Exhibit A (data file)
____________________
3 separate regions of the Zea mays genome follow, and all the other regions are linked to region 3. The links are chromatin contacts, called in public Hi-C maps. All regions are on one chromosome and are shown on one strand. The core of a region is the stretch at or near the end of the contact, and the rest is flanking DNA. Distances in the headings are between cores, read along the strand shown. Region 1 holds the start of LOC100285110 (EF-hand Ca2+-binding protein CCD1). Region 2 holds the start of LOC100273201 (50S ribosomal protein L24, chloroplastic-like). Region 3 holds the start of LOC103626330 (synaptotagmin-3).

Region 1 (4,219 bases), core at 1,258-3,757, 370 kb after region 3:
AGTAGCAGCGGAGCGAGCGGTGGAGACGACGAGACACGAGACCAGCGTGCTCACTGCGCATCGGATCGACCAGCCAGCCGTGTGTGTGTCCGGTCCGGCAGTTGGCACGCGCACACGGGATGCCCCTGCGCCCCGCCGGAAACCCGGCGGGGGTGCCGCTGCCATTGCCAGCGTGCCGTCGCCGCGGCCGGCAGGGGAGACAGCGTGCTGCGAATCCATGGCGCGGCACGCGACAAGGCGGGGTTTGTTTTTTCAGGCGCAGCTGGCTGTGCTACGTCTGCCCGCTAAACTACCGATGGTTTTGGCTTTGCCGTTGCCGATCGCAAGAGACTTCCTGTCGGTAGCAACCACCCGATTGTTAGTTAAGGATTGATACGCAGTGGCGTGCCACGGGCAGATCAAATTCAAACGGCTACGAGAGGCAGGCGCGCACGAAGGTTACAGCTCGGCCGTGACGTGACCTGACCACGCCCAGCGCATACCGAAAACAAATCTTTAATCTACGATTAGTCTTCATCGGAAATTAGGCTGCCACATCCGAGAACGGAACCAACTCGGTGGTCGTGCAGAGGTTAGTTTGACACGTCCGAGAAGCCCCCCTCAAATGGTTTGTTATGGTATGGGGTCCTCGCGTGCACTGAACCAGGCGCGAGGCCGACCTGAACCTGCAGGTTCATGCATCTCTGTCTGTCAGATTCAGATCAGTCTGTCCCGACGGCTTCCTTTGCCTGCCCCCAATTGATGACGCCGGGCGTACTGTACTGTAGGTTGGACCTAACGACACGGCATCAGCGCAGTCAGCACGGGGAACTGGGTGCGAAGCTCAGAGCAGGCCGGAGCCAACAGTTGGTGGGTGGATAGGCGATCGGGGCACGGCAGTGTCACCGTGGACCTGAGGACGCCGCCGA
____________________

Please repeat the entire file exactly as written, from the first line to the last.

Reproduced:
3 separate regions of the Zea mays genome follow, and all the other regions are linked to region 3. The links are chromatin contacts, called in public Hi-C maps. All regions are on one chromosome and are shown on one strand. The core of a region is the stretch at or near the end of the contact, and the rest is flanking DNA. Distances in the headings are between cores, read along the strand shown. Region 1 holds the start of LOC100285110 (EF-hand Ca2+-binding protein CCD1). Region 2 holds the start of LOC100273201 (50S ribosomal protein L24, chloroplastic-like). Region 3 holds the start of LOC103626330 (synaptotagmin-3).

Region 1 (4,219 bases), core at 1,258-3,757, 370 kb after region 3:
AGTAGCAGCGGAGCGAGCGGTGGAGACGACGAGACACGAGACCAGCGTGCTCACTGCGCATCGGATCGACCAGCCAGCCGTGTGTGTGTCCGGTCCGGCAGTTGGCACGCGCACACGGGATGCCCCTGCGCCCCGCCGGAAACCCGGCGGGGGTGCCGCTGCCATTGCCAGCGTGCCGTCGCCGCGGCCGGCAGGGGAGACAGCGTGCTGCGAATCCATGGCGCGGCACGCGACAAGGCGGGGTTTGTTTTTTCAGGCGCAGCTGGCTGTGCTACGTCTGCCCGCTAAACTACCGATGGTTTTGGCTTTGCCGTTGCCGATCGCAAGAGACTTCCTGTCGGTAGCAACCACCCGATTGTTAGTTAAGGATTGATACGCAGTGGCGTGCCACGGGCAGATCAAATTCAAACGGCTACGAGAGGCAGGCGCGCACGAAGGTTACAGCTCGGCCGTGACGTGACCTGACCACGCCCAGCGCATACCGAAAACAAATCTTTAATCTACGATTAGTCTTCATCGGAAATTAGGCTGCCACATCCGAGAACGGAACCAACTCGGTGGTCGTGCAGAGGTTAGTTTGACACGTCCGAGAAGCCCCCCTCAAATGGTTTGTTATGGTATGGGGTCCTCGCGTGCACTGAACCAGGCGCGAGGCCGACCTGAACCTGCAGGTTCATGCATCTCTGTCTGTCAGATTCAGATCAGTCTGTCCCGACGGCTTCCTTTGCCTGCCCCCAATTGATGACGCCGGGCGTACTGTACTGTAGGTTGGACCTAACGACACGGCATCAGCGCAGTCAGCACGGGGAACTGGGTGCGAAGCTCAGAGCAGGCCGGAGCCAACAGTTGGTGGGTGGATAGGCGATCGGGGCACGGCAGTGTCACCGTGGACCTGAGGACGCCGCCGA